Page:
Skookum Point Pacific Oysters

Our Farm

Shelton, Washington.  South Puget Sound.  Where Little Skookum and Totten Inlets merge, our farm benefits from a strong tidal current, protection from heavy storms, clean and food-rich water.  We have been growing specialty pacific oysters for over 15 years and are well into crafting a perfect oyster.  We beach grow our oysters.  Co-mingled are the oysterbeds with Olympia oysters and the Skookum Points, our clam beds above them in the upper inter-tidal region.  We grow our own seed, using nothing but time, technique and clean bay water to grow our best quality shellfish for you.  Hand selected during harvesting, hand washed, examined once again for quality and placed into refrigeration within one hour. 















Olympia Farmers’ Market

 Open 10:00 am to 3:00pm

April thru October (Thursday –Sunday), November and December (Saturday and Sunday)

The Olympia Farmers’ Market is our showcase for our shellfish.  It is at this location where we market our Manila Clams, Littleneck Clams, Skookum Point Pacific Oysters, Olympia Oysters and Kumamoto Oysters.  If you are in the area, drop by, check us out and chat for a while!

Want more info?

johna@skookumpoint.com







Our History
It starts back on the thirties with this guy, Archie Adams.  A logger from the southern Olympic forests, he moved his family to Little Skookum Inlet and with help from family, built a house using the existing structure of the Callow house.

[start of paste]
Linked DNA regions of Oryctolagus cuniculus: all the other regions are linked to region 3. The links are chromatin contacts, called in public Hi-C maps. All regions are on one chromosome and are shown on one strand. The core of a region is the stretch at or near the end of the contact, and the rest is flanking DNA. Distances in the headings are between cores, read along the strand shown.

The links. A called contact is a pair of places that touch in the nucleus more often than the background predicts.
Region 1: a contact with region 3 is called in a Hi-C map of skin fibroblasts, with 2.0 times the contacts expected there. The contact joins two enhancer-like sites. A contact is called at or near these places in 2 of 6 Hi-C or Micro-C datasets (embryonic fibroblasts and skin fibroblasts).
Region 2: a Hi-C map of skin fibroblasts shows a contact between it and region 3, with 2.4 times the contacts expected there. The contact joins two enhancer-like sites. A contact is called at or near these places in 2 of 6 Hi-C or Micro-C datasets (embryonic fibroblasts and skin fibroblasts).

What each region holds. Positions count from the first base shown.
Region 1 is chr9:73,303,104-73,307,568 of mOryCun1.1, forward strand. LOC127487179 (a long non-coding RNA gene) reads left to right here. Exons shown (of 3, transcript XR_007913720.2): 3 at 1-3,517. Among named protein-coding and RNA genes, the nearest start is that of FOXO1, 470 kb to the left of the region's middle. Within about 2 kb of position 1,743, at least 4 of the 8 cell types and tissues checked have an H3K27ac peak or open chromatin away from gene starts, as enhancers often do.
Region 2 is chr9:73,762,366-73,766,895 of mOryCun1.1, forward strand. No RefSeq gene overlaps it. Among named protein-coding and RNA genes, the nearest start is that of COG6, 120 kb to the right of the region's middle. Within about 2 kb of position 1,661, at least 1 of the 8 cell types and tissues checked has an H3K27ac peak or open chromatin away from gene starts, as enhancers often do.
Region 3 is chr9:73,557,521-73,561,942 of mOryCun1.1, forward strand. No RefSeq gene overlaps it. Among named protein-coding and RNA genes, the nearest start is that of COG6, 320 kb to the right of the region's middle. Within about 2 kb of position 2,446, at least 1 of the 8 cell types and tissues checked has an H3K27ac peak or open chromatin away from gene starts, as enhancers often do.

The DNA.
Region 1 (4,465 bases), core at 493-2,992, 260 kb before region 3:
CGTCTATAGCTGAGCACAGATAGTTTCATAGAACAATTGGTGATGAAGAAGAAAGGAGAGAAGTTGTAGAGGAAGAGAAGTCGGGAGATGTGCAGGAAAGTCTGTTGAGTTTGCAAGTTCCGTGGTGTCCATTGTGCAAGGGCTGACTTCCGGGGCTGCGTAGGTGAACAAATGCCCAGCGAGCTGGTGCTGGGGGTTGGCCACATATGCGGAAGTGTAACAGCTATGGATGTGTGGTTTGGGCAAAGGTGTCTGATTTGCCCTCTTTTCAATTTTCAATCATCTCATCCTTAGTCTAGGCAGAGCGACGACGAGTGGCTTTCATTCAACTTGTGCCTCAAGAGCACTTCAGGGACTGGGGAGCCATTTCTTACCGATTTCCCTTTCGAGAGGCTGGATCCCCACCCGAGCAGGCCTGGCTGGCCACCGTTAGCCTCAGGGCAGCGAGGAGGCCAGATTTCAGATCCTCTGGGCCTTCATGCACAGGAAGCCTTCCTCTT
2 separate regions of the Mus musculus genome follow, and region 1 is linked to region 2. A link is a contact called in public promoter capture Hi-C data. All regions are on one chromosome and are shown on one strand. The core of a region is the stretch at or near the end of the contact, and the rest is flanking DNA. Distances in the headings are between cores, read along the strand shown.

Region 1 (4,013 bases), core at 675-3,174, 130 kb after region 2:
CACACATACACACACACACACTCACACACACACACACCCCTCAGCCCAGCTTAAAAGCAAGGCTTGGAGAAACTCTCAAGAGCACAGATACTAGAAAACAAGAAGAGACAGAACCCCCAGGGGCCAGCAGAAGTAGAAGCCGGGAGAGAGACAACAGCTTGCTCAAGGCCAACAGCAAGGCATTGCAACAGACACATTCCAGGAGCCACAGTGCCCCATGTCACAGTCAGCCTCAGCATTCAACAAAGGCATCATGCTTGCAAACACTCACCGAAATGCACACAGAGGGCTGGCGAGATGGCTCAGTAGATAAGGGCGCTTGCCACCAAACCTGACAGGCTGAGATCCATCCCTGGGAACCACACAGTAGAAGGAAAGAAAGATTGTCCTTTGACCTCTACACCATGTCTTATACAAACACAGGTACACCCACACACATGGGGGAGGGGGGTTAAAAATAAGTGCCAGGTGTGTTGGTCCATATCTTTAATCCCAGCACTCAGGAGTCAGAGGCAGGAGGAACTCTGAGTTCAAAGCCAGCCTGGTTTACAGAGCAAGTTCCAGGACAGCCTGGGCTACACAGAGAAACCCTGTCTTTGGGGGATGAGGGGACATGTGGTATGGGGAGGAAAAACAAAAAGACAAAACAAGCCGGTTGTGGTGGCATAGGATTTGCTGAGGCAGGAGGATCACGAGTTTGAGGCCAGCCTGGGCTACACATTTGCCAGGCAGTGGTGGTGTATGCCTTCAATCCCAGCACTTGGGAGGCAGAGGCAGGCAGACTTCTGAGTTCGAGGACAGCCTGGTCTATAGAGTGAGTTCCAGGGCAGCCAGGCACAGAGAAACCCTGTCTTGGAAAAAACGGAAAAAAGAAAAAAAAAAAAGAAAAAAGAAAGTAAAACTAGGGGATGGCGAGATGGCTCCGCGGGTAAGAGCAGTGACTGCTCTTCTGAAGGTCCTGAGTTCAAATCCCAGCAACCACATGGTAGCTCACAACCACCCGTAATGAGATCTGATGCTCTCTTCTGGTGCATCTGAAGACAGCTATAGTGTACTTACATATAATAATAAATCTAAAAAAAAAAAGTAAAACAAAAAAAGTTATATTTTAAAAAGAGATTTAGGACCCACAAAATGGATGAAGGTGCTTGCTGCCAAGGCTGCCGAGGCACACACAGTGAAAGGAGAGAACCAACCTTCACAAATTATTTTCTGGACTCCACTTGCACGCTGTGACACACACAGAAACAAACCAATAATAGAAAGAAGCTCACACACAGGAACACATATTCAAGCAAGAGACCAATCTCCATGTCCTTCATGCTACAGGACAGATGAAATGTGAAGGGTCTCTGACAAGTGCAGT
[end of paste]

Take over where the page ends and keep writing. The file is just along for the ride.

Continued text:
Evan Adams moved into the house in the seventies and raised shellfish using traditional oyster cultch methods spending endless hours on the beach with a hammer and chisel breaking up oyster clusters into singles.  As hatchery produced seed became more readily available, he conducted many experiments on how to grow smaller, highly edible to crabs, seed.  Eventually, he ended up at the Olympia Farmers' Market where he can be found today selling clams and oysters.








The Water. 

Our most important asset is the water.  It’s chemical, organic and ecological structure really define how our shellfish taste, appear and grow.  Here in southern Puget Sound, we are fortunate to have clean, algae-rich waters.  The water is turbid with algae and other sea life moving about the water column and through the estuary.  Additionally, we have a fantastic current that moves up to 5 knots.  This current delivers a constant supply of food, flow to keep the shellfish populations healthy.  The combination of the rich water and strong consistent current keeps the animals fat, healthy and able to have lots of shellfish neighbors.

 

September 17, 2010.  I was washing the nursery and noticed that the water had such a tremendous algae bloom that I could smell the algae and know it’s type.  Here is a look inside an upweller ring full of ¼ inch pacific oyster triploid seed.  Normally, it is possible to see the seed at the bottom of the white upwellers.
 

 

 

 

 

 

 

 

September 10, 2010.  Notice the deep coloration in the middle of the channel.  Water and current.  Here you can observe the strong current pulling the new algae bloom into through the mouth of Little Skookum inlet.  When I see this, I think of food and fast growth.

September 2010.  Oyster beds.  We beach grow our oysters and stagger our crops so we can sustain our sizing.  Here you can clearly see three different crops set growing at 3 month intervals.

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